Related posts:
Unfaithful partner? Would you rather be seen as mature– or as competent and strong?
A law firm’s financial success & the ........ Read more »

  • November 24, 2014
  • 05:15 AM
  • 110 views

Helicobacter pylori and stem cells in the gastric crypt

by Artem Kaznatcheev in Evolutionary Games Group

Last Friday, the 4th Integrated Mathematical Oncology Workshop finished here at Moffitt. The event drew a variety of internal and external participants — you can see a blurry photo of many of them above — and was structured as a competition between four teams specializing in four different domains: Microbiome, Hepatitis C, Human papillomavirus, and […]... Read more »

Houghton, J., Stoicov, C., Nomura, S., Rogers, A.B., Carlson, J., Li, H., Cai, X., Fox, J.G., Goldenring, J.R., & Wang, T.C. (2004) Gastric cancer originating from bone marrow-derived cells. Science, 306(5701), 1568-71. PMID: 15567866  

  • November 24, 2014
  • 05:00 AM
  • 86 views

Removable functional appliances do not change skeletal pattern to a clinically meaningful amount

by Kevin OBrien in Kevin OBrien's Orthodontic Blog

Functional appliances do not influence skeletal pattern… This post is on functional appliances, which is an area that I have covered several times. A few postings ago I mentioned that the journals are publishing more and more systematic reviews. I also made the point in a previous post, that we need to critically read these […]
The post Removable functional appliances do not change skeletal pattern to a clinically meaningful amount appeared first on Kevin O'Brien's Orthodon........ Read more »

  • November 24, 2014
  • 04:29 AM
  • 93 views

Finland, parental migration and offspring Asperger syndrome

by Paul Whiteley in Questioning Answers

A quote from the paper by Venla Lehti and colleagues [1] to start things off: "The study showed that children whose parents are both immigrants have a significantly lower likelihood of being diagnosed with Asperger's syndrome than those with two Finnish parents."Can I cook, or can't I?Based on an analysis of data derived from "the Finnish Hospital Discharge Register" and "the Finnish Medical Birth Register", researchers looked at the records of children with a diagnosis of Asperger syndrome (AS)........ Read more »

Lehti V, Cheslack-Postava K, Gissler M, Hinkka-Yli-Salomäki S, Brown AS, & Sourander A. (2014) Parental migration and Asperger's syndrome. European child . PMID: 25381114  

  • November 24, 2014
  • 04:22 AM
  • 61 views

Happy people think they're good at empathising with the pain of others. They're wrong

by BPS Research Digest in BPS Research Digest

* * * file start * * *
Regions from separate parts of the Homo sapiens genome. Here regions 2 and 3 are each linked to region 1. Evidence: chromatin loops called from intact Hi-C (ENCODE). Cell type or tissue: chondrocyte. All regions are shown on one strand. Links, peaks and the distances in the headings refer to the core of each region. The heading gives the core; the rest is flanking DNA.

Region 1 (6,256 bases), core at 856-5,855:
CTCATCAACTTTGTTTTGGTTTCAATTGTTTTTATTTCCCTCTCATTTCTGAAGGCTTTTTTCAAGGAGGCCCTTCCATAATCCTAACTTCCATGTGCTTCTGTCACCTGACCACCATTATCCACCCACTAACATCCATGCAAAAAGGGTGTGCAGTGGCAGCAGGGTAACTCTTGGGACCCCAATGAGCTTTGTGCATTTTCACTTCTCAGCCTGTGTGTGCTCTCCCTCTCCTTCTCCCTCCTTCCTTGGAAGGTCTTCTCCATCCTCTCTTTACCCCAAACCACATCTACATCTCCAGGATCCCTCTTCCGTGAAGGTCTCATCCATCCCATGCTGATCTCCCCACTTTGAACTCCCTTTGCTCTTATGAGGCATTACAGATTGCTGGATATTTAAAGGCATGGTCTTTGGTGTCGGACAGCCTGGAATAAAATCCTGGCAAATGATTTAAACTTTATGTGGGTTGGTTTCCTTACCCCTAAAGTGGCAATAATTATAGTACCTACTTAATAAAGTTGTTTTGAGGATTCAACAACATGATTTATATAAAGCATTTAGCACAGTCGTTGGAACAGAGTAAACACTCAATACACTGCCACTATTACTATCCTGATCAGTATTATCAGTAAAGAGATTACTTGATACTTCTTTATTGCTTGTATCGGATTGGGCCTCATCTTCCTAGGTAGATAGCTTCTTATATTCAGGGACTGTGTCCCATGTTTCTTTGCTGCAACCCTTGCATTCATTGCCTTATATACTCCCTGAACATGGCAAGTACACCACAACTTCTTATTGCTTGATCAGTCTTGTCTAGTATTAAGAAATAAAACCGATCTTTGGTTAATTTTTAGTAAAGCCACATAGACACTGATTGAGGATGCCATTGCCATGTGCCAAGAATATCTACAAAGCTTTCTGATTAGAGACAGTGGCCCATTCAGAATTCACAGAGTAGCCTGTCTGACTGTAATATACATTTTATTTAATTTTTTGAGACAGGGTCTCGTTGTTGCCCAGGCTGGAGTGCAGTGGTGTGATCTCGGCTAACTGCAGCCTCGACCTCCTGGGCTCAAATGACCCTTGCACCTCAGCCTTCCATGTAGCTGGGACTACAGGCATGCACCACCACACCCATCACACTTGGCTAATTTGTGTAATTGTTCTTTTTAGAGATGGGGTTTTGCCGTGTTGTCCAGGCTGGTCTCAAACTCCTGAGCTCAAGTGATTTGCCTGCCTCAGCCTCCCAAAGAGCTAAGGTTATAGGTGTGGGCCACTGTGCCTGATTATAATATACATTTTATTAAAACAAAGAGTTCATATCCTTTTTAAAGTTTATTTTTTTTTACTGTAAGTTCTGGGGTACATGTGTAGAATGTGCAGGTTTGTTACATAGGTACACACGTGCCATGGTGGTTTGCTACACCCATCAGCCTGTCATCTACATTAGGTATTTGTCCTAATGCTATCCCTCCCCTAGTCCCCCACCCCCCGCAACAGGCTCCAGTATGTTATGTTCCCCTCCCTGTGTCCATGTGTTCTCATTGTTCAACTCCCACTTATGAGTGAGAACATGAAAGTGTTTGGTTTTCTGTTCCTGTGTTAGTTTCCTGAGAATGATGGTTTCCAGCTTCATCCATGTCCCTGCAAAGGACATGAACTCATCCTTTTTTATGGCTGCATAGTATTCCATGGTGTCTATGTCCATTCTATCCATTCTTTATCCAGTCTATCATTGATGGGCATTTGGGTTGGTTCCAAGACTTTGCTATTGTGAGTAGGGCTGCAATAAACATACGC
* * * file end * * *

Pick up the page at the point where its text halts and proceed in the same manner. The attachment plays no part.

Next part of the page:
Which of your friends - the happier, or the more melancholy - is better at spotting your excitement that Chris is attending your birthday, or that a B+ has left you disappointed?Evidence suggests that more upbeat people consider themselves especially empathic, and it would be reasonable to believe them, given that they know more people on average, and tend to form deeper, more trusting relationships. The reality, however, is more complicated. New research led by Yale's Hillary Devlin suggests th........ Read more »

  • November 24, 2014
  • 12:05 AM
  • 92 views

Experiences With Workplace Bullying Among Athletic Trainers in the Collegiate Setting

by Jane McDevitt in Sports Medicine Research (SMR): In the Lab & In the Field

Among athletic trainers working in a college setting 14% reported that they were bullied, and 20% reported that they witnessed bullying. There were no differences between who experienced bullying, but most of the bullying perpetrators were males with the majority being coaches.... Read more »

  • November 23, 2014
  • 11:49 PM
  • 72 views

Do you play disc-golf? Did you ever consider your environmental impact?

by Ashley D in The Average Visitor

Back when I lived in Wisconsin, one of my closest friends was the physical education teacher at the school I worked at. At some point during our friendship he invited me to play “disc-golf” with him one day after school.  At the time I had absolutely no clue what he was asking me to do […]... Read more »

Yu-Fai Leung, Chelsey Walden-Schreiner, Craig Matisoff, Michael Naber, & . (2010) A two-pronged approach to evaluating environmental concerns of disc golf as emerging recreation in urban natural areas. Managing Leisure, 18(4). info:/